38. Marjanovic Z, Greenglass ER, Coffey S. The relevance of psychosocial variables and working conditions in predicting nurses' coping strategies during the SARS crisis: an online questionnaire survey. Int J Nurs Stud. 2007;44(6):991-8.
39. Wang C, Pan R, Wan X, Tan Y, Xu L, Ho CS, et al. Immediate Psychological Responses and Associated Factors during the Initial Stage of the 2019 Coronavirus Disease (COVID-19) Epidemic among the General Population in China. Int J Environ Res Public Health. 2020;17(5).
40. Leung GM, Lam TH, Ho LM, Ho SY, Chan BH, Wong IO, et al. The impact of community psychological responses on outbreak control for severe acute respiratory syndrome in Hong Kong. J Epidemiol Community Health. 2003;57(11):857-63.
41. Mortensen CR, Becker DV, Ackerman JM, Neuberg SL, Kenrick DT. Infection breeds reticence: the effects of disease salience on self-perceptions of personality and behavioral avoidance tendencies. Psychol Sci. 2010;21(3):440-7.
42. Schaller M, Murray DR. Pathogens, personality, and culture: disease prevalence predicts worldwide variability in sociosexuality, extraversion, and openness to experience. J Pers Soc Psychol. 2008;95(1):212-21.
43. Maunder R, Hunter J, Vincent L, Bennett J, Peladeau N, Leszcz M, et al. The immediate psychological and occupational impact of the 2003 SARS outbreak in a teaching hospital. Cmaj. 2003;168(10):1245-51.
44. Tam CW, Pang EP, Lam LC, Chiu HF. Severe acute respiratory syndrome (SARS) in Hong Kong in 2003: stress and psychological impact among frontline healthcare workers. Psychol Med. 2004;34(7):1197-204.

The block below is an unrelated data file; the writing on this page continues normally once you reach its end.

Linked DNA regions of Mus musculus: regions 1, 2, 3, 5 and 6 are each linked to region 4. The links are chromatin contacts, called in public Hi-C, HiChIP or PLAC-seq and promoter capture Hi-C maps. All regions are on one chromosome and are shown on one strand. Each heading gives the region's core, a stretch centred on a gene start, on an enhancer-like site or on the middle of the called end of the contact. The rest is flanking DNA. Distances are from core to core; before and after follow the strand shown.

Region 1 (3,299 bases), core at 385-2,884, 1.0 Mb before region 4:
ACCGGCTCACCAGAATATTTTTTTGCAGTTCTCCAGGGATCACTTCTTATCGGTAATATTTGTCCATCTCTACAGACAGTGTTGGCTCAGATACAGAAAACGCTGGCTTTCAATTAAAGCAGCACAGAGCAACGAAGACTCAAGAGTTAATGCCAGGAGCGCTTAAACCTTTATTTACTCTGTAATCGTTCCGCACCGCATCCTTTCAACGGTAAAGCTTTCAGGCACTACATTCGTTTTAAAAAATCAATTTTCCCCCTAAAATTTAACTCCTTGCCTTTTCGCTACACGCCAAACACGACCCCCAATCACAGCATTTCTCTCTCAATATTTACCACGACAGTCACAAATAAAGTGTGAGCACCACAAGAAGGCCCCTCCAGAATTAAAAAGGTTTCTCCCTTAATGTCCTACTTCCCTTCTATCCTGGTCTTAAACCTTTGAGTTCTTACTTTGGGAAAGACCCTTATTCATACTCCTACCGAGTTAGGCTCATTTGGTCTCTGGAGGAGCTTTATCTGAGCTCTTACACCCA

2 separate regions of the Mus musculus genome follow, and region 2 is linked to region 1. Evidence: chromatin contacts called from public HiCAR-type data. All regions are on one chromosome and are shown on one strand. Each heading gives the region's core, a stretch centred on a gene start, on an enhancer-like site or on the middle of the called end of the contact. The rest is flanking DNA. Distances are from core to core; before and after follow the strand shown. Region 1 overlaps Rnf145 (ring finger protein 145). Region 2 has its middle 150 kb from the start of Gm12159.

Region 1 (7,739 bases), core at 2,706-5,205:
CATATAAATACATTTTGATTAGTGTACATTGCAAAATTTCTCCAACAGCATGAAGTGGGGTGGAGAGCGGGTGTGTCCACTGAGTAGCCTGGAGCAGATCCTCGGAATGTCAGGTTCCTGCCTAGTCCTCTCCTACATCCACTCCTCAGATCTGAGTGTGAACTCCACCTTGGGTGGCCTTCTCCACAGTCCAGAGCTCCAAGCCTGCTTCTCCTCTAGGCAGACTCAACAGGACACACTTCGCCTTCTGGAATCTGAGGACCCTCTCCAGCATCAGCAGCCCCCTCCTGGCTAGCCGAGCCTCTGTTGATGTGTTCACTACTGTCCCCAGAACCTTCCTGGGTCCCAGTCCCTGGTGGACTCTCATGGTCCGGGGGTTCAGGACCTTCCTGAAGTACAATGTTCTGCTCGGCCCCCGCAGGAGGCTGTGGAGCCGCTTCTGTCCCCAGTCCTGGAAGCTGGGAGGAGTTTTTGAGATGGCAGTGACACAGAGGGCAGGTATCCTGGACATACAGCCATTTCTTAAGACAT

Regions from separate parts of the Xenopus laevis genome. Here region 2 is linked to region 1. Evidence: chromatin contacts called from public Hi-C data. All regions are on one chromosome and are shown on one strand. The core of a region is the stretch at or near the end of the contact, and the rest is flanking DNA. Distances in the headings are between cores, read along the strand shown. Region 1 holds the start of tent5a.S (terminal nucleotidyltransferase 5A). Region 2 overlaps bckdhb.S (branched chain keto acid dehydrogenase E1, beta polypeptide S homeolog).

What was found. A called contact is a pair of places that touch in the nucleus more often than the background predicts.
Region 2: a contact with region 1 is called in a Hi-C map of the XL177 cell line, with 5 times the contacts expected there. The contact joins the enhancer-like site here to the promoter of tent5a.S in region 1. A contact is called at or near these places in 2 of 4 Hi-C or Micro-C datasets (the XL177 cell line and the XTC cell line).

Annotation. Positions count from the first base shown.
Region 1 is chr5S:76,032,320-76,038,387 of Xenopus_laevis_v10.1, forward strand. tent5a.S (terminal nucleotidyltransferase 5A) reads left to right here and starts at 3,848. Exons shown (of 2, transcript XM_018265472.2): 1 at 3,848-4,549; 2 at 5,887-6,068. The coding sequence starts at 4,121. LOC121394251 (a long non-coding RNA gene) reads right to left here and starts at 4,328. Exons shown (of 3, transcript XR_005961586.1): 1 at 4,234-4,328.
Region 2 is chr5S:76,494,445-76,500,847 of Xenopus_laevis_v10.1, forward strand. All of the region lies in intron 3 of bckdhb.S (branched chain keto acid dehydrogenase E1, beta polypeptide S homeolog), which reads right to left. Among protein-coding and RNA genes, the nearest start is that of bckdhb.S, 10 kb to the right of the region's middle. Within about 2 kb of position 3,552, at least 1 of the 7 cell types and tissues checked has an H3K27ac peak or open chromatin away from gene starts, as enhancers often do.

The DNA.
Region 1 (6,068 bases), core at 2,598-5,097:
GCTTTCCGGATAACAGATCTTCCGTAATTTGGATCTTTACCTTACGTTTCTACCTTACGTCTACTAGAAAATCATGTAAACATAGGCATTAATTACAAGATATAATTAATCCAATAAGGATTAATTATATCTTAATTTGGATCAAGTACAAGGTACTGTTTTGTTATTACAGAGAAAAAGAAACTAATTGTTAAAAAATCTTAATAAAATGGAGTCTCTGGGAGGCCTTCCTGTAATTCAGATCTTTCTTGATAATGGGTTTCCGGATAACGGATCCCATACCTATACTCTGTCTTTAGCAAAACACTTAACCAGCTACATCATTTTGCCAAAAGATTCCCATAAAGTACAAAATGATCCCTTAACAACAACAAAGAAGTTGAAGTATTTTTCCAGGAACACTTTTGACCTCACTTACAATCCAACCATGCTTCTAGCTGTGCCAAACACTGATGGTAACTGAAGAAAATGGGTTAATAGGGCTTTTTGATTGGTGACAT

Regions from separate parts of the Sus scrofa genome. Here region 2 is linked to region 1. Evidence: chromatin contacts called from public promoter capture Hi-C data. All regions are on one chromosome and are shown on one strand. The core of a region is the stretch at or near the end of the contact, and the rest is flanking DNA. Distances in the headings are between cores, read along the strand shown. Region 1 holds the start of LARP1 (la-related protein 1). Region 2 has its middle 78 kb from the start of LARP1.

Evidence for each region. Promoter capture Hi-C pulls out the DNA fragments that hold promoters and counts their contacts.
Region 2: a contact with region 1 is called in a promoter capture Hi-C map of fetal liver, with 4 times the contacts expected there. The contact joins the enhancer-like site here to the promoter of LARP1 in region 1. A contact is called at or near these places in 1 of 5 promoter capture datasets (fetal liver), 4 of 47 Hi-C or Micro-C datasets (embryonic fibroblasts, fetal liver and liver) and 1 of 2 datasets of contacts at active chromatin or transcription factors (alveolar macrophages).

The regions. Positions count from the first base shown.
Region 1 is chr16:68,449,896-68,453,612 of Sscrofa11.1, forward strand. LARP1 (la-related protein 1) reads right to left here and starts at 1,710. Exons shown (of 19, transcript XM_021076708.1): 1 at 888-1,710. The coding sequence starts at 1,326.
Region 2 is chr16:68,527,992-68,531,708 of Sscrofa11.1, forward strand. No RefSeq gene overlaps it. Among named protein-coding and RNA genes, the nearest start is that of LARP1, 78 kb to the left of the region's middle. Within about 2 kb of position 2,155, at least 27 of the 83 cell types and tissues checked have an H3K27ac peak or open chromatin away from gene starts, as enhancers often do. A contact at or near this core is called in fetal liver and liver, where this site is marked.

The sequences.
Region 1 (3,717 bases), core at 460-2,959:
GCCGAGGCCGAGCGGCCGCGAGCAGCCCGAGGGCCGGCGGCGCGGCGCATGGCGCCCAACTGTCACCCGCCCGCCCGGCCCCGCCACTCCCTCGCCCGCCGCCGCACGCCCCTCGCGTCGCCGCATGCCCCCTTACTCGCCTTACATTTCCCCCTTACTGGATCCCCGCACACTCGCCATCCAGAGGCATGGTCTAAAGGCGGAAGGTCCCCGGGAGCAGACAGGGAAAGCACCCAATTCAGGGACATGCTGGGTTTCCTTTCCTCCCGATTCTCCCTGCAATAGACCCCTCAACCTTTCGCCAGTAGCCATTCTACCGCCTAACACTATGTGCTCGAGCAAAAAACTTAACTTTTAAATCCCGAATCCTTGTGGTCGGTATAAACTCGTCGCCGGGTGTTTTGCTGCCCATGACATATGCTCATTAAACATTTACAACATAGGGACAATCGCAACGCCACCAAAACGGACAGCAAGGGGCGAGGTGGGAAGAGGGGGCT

45. Taylor S. The psychology of pandemics: Preparing for the next global outbreak of infectious disease: Cambridge Scholars Publishing; 2019.
46. Perez-Blasco J, Sales A, Meléndez JC, Mayordomo T. The effects of mindfulness and self-compassion on improving the capacity to adapt to stress situations in elderly people living in the community. Clinical Gerontologist. 2016;39(2):90-103.
47. Liu N, Zhang F, Wei C, Jia Y, Shang Z, Sun L, et al. Prevalence and predictors of PTSS during COVID-19 outbreak in China hardest-hit areas: Gender differences matter. Psychiatry Res. 2020;287:112921.
48. Raab K. Mindfulness, self-compassion, and empathy among health care professionals: a review of the literature. J Health Care Chaplain. 2014;20(3):95-108.
49. Li S, Wang Y, Xue J, Zhao N, Zhu T. The Impact of COVID-19 Epidemic Declaration on Psychological Consequences: A Study on Active Weibo Users. Int J Environ Res Public Health. 2020;17(6).
Published
2020-07-20
How to Cite
1.
Mohammadpour M, Ghorbani V, Khoramnia S, Ahmadi SM, Ghvami M, Maleki M. Anxiety, Self-Compassion, Gender Differences and COVID-19: Predicting Self-Care Behaviors and Fear of COVID-19 Based on Anxiety and Self-Compassion with an Emphasis on Gender Differences. Iran J Psychiatry. 15(3):213-219.
Section
Original Article(s)